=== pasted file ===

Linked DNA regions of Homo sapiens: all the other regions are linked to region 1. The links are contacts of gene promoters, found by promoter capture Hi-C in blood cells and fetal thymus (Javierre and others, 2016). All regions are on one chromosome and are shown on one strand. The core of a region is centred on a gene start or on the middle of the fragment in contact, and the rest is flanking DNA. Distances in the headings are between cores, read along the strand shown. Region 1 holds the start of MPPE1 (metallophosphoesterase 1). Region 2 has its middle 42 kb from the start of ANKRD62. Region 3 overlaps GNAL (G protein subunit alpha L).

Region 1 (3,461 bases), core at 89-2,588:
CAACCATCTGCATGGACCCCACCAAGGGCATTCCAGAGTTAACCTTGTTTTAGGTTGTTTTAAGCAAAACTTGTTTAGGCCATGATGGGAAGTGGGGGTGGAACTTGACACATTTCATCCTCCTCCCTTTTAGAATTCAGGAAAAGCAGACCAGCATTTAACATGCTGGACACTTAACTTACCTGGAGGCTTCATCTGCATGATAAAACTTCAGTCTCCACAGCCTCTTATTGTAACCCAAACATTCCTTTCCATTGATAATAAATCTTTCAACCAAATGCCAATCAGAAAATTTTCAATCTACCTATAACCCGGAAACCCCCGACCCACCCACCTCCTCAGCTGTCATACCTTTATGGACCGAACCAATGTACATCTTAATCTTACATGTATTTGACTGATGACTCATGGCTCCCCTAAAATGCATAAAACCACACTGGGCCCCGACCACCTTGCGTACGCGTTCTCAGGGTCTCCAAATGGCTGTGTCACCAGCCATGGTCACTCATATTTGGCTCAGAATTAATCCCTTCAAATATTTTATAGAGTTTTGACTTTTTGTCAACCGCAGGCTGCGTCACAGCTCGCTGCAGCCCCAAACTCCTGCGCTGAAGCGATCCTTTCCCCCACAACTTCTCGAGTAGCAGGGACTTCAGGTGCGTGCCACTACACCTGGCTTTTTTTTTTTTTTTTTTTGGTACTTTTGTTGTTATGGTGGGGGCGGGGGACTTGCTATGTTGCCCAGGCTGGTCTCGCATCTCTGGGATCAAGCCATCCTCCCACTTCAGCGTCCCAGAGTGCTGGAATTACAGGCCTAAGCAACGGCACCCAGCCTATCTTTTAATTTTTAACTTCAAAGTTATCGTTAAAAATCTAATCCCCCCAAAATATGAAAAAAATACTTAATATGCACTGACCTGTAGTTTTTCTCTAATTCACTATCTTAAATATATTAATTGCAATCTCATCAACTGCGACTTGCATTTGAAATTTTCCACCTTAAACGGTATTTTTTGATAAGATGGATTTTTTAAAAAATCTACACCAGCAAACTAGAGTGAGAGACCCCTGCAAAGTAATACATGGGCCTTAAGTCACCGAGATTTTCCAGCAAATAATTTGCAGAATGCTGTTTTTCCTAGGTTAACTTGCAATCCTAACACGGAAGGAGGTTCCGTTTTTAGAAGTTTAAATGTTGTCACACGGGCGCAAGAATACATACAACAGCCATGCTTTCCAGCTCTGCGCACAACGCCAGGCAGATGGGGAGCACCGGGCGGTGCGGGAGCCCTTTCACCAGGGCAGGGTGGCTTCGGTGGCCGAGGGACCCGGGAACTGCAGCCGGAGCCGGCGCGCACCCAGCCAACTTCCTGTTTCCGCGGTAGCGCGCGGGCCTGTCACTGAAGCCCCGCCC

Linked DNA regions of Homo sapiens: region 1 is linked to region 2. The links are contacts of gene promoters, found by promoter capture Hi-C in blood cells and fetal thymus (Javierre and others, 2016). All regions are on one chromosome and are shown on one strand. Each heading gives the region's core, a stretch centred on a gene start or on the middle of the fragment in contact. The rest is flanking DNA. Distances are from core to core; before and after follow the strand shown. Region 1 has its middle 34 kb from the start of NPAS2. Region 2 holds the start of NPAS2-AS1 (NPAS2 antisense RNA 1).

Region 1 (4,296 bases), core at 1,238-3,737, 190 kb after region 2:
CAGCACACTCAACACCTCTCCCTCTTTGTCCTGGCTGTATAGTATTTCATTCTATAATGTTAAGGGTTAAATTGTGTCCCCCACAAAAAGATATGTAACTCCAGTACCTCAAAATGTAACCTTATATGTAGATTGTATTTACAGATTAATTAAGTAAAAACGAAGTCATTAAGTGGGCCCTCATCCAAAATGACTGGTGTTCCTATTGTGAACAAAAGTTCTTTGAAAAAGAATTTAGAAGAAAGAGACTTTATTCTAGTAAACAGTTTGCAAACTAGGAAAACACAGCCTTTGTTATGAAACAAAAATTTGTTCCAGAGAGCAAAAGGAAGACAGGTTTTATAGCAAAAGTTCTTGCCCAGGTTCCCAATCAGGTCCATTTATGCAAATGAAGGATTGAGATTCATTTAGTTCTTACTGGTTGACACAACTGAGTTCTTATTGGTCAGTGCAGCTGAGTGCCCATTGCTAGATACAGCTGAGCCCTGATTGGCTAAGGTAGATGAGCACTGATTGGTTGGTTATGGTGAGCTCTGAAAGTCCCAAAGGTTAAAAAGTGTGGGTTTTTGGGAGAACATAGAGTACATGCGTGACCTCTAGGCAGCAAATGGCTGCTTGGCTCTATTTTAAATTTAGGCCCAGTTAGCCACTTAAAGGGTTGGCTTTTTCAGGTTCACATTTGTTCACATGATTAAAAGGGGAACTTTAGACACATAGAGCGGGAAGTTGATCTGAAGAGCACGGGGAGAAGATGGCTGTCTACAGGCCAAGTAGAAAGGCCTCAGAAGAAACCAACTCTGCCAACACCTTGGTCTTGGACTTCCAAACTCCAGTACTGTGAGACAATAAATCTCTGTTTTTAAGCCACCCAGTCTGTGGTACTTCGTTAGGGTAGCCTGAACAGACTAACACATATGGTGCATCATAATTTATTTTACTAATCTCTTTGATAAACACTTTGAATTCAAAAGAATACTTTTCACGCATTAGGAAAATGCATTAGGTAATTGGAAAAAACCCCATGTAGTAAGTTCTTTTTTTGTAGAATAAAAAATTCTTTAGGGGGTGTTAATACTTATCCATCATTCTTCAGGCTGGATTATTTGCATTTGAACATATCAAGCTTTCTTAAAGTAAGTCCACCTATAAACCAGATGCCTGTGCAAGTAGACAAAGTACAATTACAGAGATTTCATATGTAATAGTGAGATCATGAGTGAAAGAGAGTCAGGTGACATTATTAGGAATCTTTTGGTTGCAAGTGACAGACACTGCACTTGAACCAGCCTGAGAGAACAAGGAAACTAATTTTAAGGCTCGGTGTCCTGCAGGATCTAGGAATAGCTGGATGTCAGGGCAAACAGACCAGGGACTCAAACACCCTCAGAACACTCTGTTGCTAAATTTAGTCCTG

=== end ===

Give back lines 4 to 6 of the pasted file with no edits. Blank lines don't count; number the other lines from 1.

Linked DNA regions of Homo sapiens: region 1 is linked to region 2. The links are contacts of gene promoters, found by promoter capture Hi-C in blood cells and fetal thymus (Javierre and others, 2016). All regions are on one chromosome and are shown on one strand. Each heading gives the region's core, a stretch centred on a gene start or on the middle of the fragment in contact. The rest is flanking DNA. Distances are from core to core; before and after follow the strand shown. Region 1 has its middle 34 kb from the start of NPAS2. Region 2 holds the start of NPAS2-AS1 (NPAS2 antisense RNA 1).

Region 1 (4,296 bases), core at 1,238-3,737, 190 kb after region 2:
CAGCACACTCAACACCTCTCCCTCTTTGTCCTGGCTGTATAGTATTTCATTCTATAATGTTAAGGGTTAAATTGTGTCCCCCACAAAAAGATATGTAACTCCAGTACCTCAAAATGTAACCTTATATGTAGATTGTATTTACAGATTAATTAAGTAAAAACGAAGTCATTAAGTGGGCCCTCATCCAAAATGACTGGTGTTCCTATTGTGAACAAAAGTTCTTTGAAAAAGAATTTAGAAGAAAGAGACTTTATTCTAGTAAACAGTTTGCAAACTAGGAAAACACAGCCTTTGTTATGAAACAAAAATTTGTTCCAGAGAGCAAAAGGAAGACAGGTTTTATAGCAAAAGTTCTTGCCCAGGTTCCCAATCAGGTCCATTTATGCAAATGAAGGATTGAGATTCATTTAGTTCTTACTGGTTGACACAACTGAGTTCTTATTGGTCAGTGCAGCTGAGTGCCCATTGCTAGATACAGCTGAGCCCTGATTGGCTAAGGTAGATGAGCACTGATTGGTTGGTTATGGTGAGCTCTGAAAGTCCCAAAGGTTAAAAAGTGTGGGTTTTTGGGAGAACATAGAGTACATGCGTGACCTCTAGGCAGCAAATGGCTGCTTGGCTCTATTTTAAATTTAGGCCCAGTTAGCCACTTAAAGGGTTGGCTTTTTCAGGTTCACATTTGTTCACATGATTAAAAGGGGAACTTTAGACACATAGAGCGGGAAGTTGATCTGAAGAGCACGGGGAGAAGATGGCTGTCTACAGGCCAAGTAGAAAGGCCTCAGAAGAAACCAACTCTGCCAACACCTTGGTCTTGGACTTCCAAACTCCAGTACTGTGAGACAATAAATCTCTGTTTTTAAGCCACCCAGTCTGTGGTACTTCGTTAGGGTAGCCTGAACAGACTAACACATATGGTGCATCATAATTTATTTTACTAATCTCTTTGATAAACACTTTGAATTCAAAAGAATACTTTTCACGCATTAGGAAAATGCATTAGGTAATTGGAAAAAACCCCATGTAGTAAGTTCTTTTTTTGTAGAATAAAAAATTCTTTAGGGGGTGTTAATACTTATCCATCATTCTTCAGGCTGGATTATTTGCATTTGAACATATCAAGCTTTCTTAAAGTAAGTCCACCTATAAACCAGATGCCTGTGCAAGTAGACAAAGTACAATTACAGAGATTTCATATGTAATAGTGAGATCATGAGTGAAAGAGAGTCAGGTGACATTATTAGGAATCTTTTGGTTGCAAGTGACAGACACTGCACTTGAACCAGCCTGAGAGAACAAGGAAACTAATTTTAAGGCTCGGTGTCCTGCAGGATCTAGGAATAGCTGGATGTCAGGGCAAACAGACCAGGGACTCAAACACCCTCAGAACACTCTGTTGCTAAATTTAGTCCTG